But that’s not the case for about one-third of the Earth’s population, which lives in waterstressed areas, and that number is expected to rise over the next two decades. Many times water is carried long distances from the water source to the village, a burden borne mainly by women and children. The Walk for Water event, to be held Saturday, Mar. 20, and sponsored by Water Missions International, is inspired by this daily trek to collect water. During the walk, participants carry a bucket of water to symbolize the journey women and children make each day to collect water in developing countries. The event coincides with International World Water Day, a United Nations program held annually on March 22 as a means of focusing attention on the importance of freshwater and advocating for the sustainable management of freshwater resources. Among the activities are walks, held on that date or a date close to it, to communicate messages of water quality. “The Walk for Water is an educational experience that anyone can enjoy,” says Molly Greene, who founded Water Missions International with her husband, George, following a response to Hurricane Mitch in 1998. “The world water crisis is one of the most significant public health issues of our time, and this is a way to learn about it and help solve it at the same time.” The need to solve the water crisis is significant. Kofi Annan, former Secretary-General of the United Nations, pointed out that, “We shall not finally defeat AIDS, tuberculosis, malaria or any of the other infectious diseases that plague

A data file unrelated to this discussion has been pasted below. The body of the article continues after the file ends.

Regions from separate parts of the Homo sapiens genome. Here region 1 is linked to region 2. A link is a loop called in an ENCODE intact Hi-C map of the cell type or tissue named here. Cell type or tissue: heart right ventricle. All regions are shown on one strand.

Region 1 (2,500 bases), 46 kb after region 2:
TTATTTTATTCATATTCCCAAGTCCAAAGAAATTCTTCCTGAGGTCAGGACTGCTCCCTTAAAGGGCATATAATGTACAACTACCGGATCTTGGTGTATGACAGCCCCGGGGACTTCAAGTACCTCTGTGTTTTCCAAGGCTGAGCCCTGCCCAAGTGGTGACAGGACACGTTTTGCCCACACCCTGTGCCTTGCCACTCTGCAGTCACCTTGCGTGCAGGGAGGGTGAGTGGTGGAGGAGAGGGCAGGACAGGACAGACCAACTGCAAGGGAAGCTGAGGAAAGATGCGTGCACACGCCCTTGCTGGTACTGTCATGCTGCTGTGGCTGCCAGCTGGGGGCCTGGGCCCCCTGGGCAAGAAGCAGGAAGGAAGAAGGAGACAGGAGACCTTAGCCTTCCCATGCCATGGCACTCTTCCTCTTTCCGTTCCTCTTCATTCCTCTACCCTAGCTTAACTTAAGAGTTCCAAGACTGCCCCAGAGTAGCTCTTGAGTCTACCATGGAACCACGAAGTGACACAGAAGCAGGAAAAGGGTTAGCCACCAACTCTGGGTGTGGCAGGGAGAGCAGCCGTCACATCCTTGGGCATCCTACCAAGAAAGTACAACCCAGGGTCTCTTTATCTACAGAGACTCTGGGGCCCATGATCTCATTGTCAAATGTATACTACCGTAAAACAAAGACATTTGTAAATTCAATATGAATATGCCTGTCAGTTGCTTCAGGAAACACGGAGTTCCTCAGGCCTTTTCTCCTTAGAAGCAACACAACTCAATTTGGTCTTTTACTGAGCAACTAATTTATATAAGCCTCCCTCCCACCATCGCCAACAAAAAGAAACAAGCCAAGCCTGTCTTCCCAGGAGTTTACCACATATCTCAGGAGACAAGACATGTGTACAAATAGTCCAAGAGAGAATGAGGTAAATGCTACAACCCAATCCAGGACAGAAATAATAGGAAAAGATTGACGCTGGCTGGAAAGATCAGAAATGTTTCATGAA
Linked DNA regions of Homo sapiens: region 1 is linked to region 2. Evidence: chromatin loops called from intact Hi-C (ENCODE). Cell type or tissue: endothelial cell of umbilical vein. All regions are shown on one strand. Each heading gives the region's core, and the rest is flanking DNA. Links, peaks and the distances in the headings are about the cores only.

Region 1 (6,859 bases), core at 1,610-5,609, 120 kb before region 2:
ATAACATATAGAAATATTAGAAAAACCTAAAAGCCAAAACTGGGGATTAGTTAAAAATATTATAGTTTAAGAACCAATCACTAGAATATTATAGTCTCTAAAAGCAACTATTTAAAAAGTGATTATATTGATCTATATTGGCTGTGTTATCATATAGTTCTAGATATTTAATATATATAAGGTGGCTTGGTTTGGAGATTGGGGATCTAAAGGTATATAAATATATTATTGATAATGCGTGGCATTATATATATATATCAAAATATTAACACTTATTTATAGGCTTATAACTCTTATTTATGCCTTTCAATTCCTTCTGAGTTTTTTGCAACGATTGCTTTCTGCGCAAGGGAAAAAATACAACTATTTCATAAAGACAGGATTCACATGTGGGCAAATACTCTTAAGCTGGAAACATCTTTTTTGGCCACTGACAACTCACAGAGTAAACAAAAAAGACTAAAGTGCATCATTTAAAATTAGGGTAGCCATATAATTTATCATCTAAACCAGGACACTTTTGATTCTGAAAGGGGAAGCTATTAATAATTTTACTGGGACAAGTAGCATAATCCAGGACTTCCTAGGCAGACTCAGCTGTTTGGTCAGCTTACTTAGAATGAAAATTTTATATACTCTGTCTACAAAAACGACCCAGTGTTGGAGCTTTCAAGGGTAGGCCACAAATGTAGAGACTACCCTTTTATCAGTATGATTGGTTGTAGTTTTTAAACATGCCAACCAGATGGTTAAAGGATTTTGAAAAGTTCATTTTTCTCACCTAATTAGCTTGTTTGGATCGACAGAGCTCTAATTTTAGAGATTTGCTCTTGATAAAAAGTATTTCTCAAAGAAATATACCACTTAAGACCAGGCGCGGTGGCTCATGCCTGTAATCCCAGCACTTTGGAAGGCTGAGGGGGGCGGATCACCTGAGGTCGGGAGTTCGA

the developing world until we have also won the battle for safe drinking water, sanitation and basic health care.” All funds raised support Water Missions International’s ongoing efforts to provide safe water, sanitation and God’s love to people around the world. The Water Missions International first Walk for Water was in March of 2007, Walk for Water promotes awareness of the global water crisis while raising funds to provide safe water around the globe. The first walk included 400 participants. This year the number of walkers is expected to be triple that amount. The walk is a non-competitive, 3.5-mile walk beginning and ending at Cannon Park in downtown Charleston. During the walk, each participant has the opportunity to carry an empty water pail, which can be filled with water at the halfway point along the route then carried to the finish. The entire walk is estimated to take less than an hour to complete. Following the walk there will be a solar powered Living Water Treatment System demonstration, a variety of festivities, including live music, food and children’s activities until 1:00 p.m. All walkers who meet their goal of raising $100 will get a Walk for Water T-shirt.

The event is family-friendly and pet-friendly. Strollers, wagons and pets are encouraged on the walk, although skates and bikes will not be allowed. continued on page 22

“The Walk for Water is an educational experience that anyone can enjoy,” says Molly Greene, who founded Water Missions International with her husband, George, following a response to Hurricane Mitch in 1998. 20


Photos courtesy of Water Missions

“The teams can become quite competitive,” says Greene. “Some of the awards given are for the most creative name, most funds raised, best team spirit, and so on. It is an opportunity to spend a Saturday morning with friends and family who come together to help our neighbors around the world who thirst. It’s a great way to participate in the event, to fundraise, friend raise and to build company morale and camaraderie among the group.” Teams, representing companies, organizations, 22